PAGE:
strawbale panels, clay cladding
15.07.16 to 17.07.17
Using natural, renewable and locally available materials is the ideal solution for increasing community resilience, reducing costs and the environmental impact that shelter construction can have. However, with the increase in natural and man-made disasters, this more beneficial form of building must also be able to withstand the harshest of threats to further increase local resilience.
Ensuring the safety of natural building materials is of paramount importance, not only to encourage their use and adoption at the community level, but also to provide evidence to government authorities, iNGOs and funders that these techniques are able to meet some of the challenges affecting their beneficiaries.
Through a joint initiative between Tamera, Terrapalha Architects and the ITeCons Labs at Coimbra University, financed by Portugal 2020, it has been able to do a series of safety tests on prefabricated strawbale panels composed of rice straw, clay and wood. Of special interest were the results relating to fire resistance. After 120 minutes of fire, the test came to an end and the walls still kept their structural integrity.
In comparison to other building materials, strawbale and their prefabricated panels offer good levels of sound insulation, thermal insulation, fire resistance and moisture control, especially when plastered in thick clay or lime plasters. Straw is available as a surplus in most grain-growing regions in the world and can be baled through machines or simple mechanical presses. Strawbale construction can be taught locally and does not need special skills. Strawbale panels can also be manufactured locally or on-site.
Strawbale construction is a low-impact form of building, besides using little energy during the construction phase and saving energy during its use phase, the straw also sequestered CO2 while growing which then gets stored in the walls during the life of the building. At the end of its life, the materials can be safely returned to nature.
In July 2017, after one year, the research partnership between ITeCons and Tamera, the Peace Research Centre in Portugal - founding member of the Blueprint Alliance - came to an end. Blueprint core member Christoph Ulbig and other collaborators at Tamera built a series of prefabricated prototype walls, which were tested at the Tacnalia Institute in Bilbao for fire resistance. At ITeCons, the testing included fire reactivity, thermal conductivity, water vapour transmissivity and resistance to other climate influences.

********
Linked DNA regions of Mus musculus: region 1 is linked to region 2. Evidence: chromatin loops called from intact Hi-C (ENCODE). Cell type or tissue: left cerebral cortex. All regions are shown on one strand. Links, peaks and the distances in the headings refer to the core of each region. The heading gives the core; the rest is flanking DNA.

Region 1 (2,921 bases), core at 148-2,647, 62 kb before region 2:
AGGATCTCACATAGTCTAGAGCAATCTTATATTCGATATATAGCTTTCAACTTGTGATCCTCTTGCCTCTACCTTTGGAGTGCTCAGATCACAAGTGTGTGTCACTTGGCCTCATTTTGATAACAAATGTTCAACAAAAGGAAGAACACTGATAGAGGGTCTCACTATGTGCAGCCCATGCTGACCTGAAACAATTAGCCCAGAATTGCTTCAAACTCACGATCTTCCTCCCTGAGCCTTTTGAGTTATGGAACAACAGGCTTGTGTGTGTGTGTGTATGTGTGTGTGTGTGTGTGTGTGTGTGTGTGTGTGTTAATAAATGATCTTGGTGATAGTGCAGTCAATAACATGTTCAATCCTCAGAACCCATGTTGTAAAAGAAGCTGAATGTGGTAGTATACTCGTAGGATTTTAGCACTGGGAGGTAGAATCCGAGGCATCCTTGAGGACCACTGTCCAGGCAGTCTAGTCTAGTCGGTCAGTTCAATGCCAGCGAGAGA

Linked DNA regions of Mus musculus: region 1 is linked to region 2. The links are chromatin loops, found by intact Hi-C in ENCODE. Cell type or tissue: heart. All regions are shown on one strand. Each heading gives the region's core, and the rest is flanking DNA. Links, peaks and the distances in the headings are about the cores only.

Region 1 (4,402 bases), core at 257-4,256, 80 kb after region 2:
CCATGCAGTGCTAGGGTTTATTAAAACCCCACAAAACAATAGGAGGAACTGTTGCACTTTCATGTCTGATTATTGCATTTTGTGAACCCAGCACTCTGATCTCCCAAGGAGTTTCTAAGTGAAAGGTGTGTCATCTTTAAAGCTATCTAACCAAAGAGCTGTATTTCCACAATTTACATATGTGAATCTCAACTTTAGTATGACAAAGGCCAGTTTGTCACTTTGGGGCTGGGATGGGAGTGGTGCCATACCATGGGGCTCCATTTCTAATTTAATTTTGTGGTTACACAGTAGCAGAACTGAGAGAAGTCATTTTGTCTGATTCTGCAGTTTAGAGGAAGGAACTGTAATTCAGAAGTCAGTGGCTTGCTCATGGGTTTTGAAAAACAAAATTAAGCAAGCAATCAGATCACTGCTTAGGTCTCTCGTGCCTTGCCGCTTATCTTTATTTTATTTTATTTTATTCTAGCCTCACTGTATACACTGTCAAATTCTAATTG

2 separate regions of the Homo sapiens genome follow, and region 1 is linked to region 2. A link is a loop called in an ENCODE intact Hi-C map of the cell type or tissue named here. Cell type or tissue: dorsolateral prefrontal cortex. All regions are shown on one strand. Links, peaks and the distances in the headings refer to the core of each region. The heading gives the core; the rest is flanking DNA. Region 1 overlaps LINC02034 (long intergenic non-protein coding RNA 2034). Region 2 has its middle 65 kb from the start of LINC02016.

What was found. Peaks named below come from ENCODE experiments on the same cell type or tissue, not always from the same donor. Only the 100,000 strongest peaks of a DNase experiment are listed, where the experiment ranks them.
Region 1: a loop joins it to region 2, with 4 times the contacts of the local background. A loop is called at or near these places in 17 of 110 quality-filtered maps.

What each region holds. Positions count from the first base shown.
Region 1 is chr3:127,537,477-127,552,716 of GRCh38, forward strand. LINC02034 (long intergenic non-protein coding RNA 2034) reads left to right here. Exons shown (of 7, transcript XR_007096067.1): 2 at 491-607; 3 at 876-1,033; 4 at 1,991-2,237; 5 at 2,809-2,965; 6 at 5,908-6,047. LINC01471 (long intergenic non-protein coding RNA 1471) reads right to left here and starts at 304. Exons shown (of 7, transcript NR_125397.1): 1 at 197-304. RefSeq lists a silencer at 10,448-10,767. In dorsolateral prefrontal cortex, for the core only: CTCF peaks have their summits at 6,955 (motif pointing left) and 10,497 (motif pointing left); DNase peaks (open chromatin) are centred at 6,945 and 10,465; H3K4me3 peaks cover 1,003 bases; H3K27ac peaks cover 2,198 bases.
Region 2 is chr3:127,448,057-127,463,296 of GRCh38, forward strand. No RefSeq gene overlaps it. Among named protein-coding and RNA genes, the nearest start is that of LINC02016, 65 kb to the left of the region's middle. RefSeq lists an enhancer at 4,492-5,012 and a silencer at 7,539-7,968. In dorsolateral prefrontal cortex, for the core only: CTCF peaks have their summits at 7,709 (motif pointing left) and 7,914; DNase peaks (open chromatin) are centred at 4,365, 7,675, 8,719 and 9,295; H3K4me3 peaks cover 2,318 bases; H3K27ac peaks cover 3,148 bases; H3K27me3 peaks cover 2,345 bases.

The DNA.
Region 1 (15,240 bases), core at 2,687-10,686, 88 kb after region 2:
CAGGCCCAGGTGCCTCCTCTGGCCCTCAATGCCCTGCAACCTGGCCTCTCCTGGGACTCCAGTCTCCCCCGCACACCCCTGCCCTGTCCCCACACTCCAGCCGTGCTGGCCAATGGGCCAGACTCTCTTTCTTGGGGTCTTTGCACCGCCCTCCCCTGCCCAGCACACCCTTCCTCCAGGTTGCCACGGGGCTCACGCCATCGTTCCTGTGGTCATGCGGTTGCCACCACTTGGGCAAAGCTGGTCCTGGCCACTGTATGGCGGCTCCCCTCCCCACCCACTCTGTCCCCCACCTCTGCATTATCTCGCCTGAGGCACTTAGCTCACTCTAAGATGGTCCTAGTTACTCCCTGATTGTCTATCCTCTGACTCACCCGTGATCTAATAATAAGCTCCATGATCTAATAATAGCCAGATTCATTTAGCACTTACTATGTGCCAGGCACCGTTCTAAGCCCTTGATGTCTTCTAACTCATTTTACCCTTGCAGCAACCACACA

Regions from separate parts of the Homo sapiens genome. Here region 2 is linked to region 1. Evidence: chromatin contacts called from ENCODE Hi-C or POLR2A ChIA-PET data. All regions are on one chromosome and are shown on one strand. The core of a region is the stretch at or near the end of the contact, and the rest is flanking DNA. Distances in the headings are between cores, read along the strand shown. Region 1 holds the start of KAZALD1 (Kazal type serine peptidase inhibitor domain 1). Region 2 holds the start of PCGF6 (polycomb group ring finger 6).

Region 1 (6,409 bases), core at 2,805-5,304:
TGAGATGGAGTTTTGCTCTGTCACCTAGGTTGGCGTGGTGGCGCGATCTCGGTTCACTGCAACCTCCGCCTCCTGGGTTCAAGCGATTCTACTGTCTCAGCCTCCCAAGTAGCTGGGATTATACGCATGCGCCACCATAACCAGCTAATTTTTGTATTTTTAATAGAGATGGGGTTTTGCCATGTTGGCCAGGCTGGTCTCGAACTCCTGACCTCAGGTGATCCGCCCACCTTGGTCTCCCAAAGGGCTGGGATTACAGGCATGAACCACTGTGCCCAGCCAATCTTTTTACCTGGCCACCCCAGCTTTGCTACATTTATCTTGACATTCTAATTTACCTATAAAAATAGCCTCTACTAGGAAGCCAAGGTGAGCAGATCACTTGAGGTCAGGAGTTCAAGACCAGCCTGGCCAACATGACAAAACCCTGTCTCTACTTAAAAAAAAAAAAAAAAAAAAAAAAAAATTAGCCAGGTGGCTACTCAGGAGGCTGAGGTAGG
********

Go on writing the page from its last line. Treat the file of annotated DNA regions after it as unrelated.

Christoph and Catarina Pinto (Terrapalha), project coordinators, state that only a short thickness of clay plaster is enough for the strawbale walls to offer lasting durability and superior comfort. A strawbale construction can offer up to three times more fire resistance than constructions using synthetic materials.
The budget for the research project was €20,000. The European Union programme, Portugal 2020, supports this research project which aims to increase the evidence for strawbale building, as well as increase public and technical recognition. The tests carried out on fire resistance and other common safety characteristics as per ETA (European Technical Assessment) will allow for large scale production and construction with the prefabricated panels.
For further information:
VIDEO of the PAKSBAB showing an earthquake test done in 2009 in the USA for houses to be built in Pakistan after the 2005 earthquakes
VIDEO of Affordable earthquake-resistant homes in Pakistan with hand-pressed strawbales.
Catarina Pinto, Terrapalha arquitectos http://terrapalha.com/
Moritz Reichert, Dobry Dom, Polónia www.stankowice64.com
ILOS Tamera https://www.tamera.org/
Itecons, Laboratório de engenharia da Universidade de Coimbra http://www.itecons.uc.pt/
Tecnalia, Laboratório Bilbao https://www.tecnalia.com/en/
FASBA, Associação Alemã de construção em palha http://fasba.de/
Relatório do ITECON